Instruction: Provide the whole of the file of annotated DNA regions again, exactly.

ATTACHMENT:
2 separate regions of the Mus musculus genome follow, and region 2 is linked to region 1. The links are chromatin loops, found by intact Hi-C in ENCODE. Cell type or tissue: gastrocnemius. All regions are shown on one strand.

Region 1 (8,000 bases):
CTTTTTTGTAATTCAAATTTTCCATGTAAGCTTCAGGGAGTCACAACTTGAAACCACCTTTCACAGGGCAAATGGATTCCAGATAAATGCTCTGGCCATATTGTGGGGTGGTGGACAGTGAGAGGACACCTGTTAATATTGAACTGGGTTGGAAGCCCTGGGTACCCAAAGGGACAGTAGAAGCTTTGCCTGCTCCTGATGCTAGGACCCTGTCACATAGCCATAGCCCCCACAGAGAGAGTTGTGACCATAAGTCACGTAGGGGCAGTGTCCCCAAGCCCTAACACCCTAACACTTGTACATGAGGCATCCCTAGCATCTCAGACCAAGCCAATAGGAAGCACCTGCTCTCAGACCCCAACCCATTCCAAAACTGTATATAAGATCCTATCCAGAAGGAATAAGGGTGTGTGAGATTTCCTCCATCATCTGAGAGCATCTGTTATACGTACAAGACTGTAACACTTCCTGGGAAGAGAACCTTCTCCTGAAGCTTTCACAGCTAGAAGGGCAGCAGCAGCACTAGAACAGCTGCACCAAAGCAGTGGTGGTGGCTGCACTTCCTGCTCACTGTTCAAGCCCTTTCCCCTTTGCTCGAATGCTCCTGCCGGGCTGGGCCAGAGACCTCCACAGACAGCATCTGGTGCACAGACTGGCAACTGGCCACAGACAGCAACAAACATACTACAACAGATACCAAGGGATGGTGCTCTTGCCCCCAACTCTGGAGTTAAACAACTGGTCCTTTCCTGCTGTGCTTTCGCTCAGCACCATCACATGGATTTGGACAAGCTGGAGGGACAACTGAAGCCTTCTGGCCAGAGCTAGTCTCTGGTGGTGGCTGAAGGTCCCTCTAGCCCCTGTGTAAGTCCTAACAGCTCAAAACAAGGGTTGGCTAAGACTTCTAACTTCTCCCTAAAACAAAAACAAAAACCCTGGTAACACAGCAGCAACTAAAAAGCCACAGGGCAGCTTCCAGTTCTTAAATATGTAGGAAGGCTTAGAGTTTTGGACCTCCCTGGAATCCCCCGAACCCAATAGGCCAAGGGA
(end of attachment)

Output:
2 separate regions of the Mus musculus genome follow, and region 2 is linked to region 1. The links are chromatin loops, found by intact Hi-C in ENCODE. Cell type or tissue: gastrocnemius. All regions are shown on one strand.

Region 1 (8,000 bases):
CTTTTTTGTAATTCAAATTTTCCATGTAAGCTTCAGGGAGTCACAACTTGAAACCACCTTTCACAGGGCAAATGGATTCCAGATAAATGCTCTGGCCATATTGTGGGGTGGTGGACAGTGAGAGGACACCTGTTAATATTGAACTGGGTTGGAAGCCCTGGGTACCCAAAGGGACAGTAGAAGCTTTGCCTGCTCCTGATGCTAGGACCCTGTCACATAGCCATAGCCCCCACAGAGAGAGTTGTGACCATAAGTCACGTAGGGGCAGTGTCCCCAAGCCCTAACACCCTAACACTTGTACATGAGGCATCCCTAGCATCTCAGACCAAGCCAATAGGAAGCACCTGCTCTCAGACCCCAACCCATTCCAAAACTGTATATAAGATCCTATCCAGAAGGAATAAGGGTGTGTGAGATTTCCTCCATCATCTGAGAGCATCTGTTATACGTACAAGACTGTAACACTTCCTGGGAAGAGAACCTTCTCCTGAAGCTTTCACAGCTAGAAGGGCAGCAGCAGCACTAGAACAGCTGCACCAAAGCAGTGGTGGTGGCTGCACTTCCTGCTCACTGTTCAAGCCCTTTCCCCTTTGCTCGAATGCTCCTGCCGGGCTGGGCCAGAGACCTCCACAGACAGCATCTGGTGCACAGACTGGCAACTGGCCACAGACAGCAACAAACATACTACAACAGATACCAAGGGATGGTGCTCTTGCCCCCAACTCTGGAGTTAAACAACTGGTCCTTTCCTGCTGTGCTTTCGCTCAGCACCATCACATGGATTTGGACAAGCTGGAGGGACAACTGAAGCCTTCTGGCCAGAGCTAGTCTCTGGTGGTGGCTGAAGGTCCCTCTAGCCCCTGTGTAAGTCCTAACAGCTCAAAACAAGGGTTGGCTAAGACTTCTAACTTCTCCCTAAAACAAAAACAAAAACCCTGGTAACACAGCAGCAACTAAAAAGCCACAGGGCAGCTTCCAGTTCTTAAATATGTAGGAAGGCTTAGAGTTTTGGACCTCCCTGGAATCCCCCGAACCCAATAGGCCAAGGGA